Virtual Work


Hello from the midwest! My son and I are on our annual two-week visit to Minnesota, on the shores of Lake Minnetonka, to be exact, so he can attend sailing school.

(Whenever I say that, I am hit by liberal PC guilt, as though it’s entitled and all for me to talk about sailing school. Which is run by the Minnetonka Yacht Club, fer chrissakes. And it is all entitled and stuff, but it’s a great opportunity for him, so I gotta just feel guilty and move on).

So I’ve been without son for at least seven hours every day, sometimes longer, depending. Bliss!

But, as I know better than anyone, I can procrastinate like nobody’s business. So today, my friend Liz Maverick and I had a virtual writing date: We got onto IM, I set a timer for 20 minutes, IMed “20 minutes–GO!” and we both wrote, not letting distractions like email or random cups of tea get in the way. It was an amazing way to work, and we were both stunned by our productivity. I wrote 1800 words, good words, too, which is almost twice what a ‘good’ writing day is for me.

When we are in the same state, Liz and I do the same thing at one of our houses; we set our laptops opposite each other, set a timer in-between (mine is painted like a ladybug, and I try not to set the ladybug butt opposite Liz, ’cause that bothers her), and we write for designated periods.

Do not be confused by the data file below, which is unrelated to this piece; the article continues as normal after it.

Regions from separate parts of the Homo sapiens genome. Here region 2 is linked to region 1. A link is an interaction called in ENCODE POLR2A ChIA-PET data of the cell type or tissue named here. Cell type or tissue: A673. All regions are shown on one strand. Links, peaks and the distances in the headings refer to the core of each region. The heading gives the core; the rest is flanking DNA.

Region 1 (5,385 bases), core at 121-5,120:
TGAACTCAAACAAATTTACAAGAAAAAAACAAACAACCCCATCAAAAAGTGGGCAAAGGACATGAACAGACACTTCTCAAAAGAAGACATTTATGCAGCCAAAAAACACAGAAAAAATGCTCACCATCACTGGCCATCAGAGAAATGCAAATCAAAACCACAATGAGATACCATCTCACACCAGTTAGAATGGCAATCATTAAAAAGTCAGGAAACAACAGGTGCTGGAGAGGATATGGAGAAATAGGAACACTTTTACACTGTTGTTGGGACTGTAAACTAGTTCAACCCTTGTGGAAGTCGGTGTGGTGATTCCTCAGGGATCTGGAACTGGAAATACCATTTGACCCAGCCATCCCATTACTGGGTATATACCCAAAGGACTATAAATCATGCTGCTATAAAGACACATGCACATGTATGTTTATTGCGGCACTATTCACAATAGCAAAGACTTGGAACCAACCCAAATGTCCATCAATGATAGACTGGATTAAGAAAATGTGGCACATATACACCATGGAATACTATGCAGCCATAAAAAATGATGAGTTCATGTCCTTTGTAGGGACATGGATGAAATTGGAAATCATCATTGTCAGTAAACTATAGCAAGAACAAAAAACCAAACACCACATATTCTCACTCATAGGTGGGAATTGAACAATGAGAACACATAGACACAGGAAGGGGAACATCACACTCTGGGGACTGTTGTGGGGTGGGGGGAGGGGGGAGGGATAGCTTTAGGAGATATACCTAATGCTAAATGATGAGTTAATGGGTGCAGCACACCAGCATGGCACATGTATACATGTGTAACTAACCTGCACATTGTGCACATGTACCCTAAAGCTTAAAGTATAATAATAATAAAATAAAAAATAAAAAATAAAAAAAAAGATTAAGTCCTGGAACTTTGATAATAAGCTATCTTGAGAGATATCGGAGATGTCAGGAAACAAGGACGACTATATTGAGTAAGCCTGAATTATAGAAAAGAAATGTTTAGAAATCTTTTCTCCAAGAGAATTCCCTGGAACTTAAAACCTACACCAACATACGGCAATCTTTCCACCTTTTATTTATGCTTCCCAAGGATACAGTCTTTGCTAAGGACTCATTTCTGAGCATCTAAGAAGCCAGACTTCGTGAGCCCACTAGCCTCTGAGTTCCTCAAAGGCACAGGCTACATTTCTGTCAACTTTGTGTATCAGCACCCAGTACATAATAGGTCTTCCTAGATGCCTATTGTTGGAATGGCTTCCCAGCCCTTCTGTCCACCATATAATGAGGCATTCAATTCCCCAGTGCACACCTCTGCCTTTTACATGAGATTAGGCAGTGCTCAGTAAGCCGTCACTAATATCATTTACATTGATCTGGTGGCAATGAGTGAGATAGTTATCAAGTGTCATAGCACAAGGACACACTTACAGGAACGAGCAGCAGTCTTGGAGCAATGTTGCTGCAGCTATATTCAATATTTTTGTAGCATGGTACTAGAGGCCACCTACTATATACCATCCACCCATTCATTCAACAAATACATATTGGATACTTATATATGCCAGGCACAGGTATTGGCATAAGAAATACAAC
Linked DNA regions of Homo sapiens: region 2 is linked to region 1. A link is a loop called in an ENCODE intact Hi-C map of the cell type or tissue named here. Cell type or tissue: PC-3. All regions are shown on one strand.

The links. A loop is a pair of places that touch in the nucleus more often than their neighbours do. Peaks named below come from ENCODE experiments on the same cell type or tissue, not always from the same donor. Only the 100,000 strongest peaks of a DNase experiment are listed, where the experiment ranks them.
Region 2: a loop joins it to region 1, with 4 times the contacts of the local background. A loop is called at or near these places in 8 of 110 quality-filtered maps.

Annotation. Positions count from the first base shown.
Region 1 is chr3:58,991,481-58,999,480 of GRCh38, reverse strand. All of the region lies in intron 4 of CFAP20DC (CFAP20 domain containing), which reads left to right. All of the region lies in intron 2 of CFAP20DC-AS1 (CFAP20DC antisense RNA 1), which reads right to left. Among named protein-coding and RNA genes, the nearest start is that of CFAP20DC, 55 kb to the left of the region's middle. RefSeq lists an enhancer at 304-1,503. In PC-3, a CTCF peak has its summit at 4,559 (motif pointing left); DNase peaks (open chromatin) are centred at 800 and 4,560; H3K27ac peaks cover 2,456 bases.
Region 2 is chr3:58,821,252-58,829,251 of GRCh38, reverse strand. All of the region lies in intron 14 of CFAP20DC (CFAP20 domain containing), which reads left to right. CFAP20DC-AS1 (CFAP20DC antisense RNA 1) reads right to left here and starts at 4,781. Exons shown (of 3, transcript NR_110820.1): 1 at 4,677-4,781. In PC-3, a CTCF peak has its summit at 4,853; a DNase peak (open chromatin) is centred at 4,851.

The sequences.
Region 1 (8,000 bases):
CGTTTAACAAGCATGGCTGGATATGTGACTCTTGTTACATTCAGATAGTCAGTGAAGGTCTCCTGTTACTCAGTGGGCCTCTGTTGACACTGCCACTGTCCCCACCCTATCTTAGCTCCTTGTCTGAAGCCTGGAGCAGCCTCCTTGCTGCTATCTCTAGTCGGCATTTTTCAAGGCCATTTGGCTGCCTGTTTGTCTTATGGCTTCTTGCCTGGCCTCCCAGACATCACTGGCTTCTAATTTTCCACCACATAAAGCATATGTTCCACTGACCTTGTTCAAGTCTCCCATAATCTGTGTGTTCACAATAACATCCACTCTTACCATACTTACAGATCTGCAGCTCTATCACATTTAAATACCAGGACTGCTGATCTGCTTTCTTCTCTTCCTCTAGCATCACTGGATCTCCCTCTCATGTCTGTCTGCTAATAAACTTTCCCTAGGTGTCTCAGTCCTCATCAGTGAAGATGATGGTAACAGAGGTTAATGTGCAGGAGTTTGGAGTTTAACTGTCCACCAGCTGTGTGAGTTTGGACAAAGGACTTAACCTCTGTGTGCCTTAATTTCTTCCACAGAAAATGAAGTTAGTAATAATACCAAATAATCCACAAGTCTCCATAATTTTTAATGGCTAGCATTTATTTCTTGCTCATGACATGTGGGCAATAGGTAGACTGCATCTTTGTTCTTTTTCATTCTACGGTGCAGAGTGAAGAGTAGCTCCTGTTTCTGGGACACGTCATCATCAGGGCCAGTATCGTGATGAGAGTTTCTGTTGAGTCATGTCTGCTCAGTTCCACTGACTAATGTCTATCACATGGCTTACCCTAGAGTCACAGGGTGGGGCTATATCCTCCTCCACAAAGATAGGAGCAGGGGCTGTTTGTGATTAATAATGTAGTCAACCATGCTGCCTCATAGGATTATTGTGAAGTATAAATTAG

I think this method works for us because we are both competitive (as in, “I don’t want that bitch to have written more than me/I can sit in this chair pounding at the keyboard for longer than her”), both like companionship and if one of us is stuck on a plot point or something, we can just wave a hand and take a time-out. It’s really great, especially if you work alone most of the time, wich most writers do.

Today, actually, Liz and I brainstormed on IM about my hero’s backstory, and just a few minutes of back and forth conversation really helped me understand him. And hey, surprise, he looks like a cross between Clive Owen and Richard Armitage. Seriously, if I were any more predictable I’d be a Barbara Cartland novel.

I am back to writing a Regency-set historical, and I am loving it. It’s got the most “me” voice I’ve ever tried, besides my first book, which took three tries to get the voice right. Here’s a peek, as it stands now:

This was quite possibly the most boring evening he’d spent since he’d had his first drink, James thought as he walked into the room. The same dull people gossiping about other dull people, the same petty intrigues and scandals only obfuscating the inevitable ennui that enveloped every member of Society within a few years.

No wonder he’d bought a commission so many years ago. Yes, there was the threat of dying, but at least he wasn’t bored.

My hero, in case you couldn’t tell, has a dark soul. My favorite kind.

So how do you combat procrastination? If you’re a writer, do you have a writing buddy? And where are you going/did you go on vacation?

 

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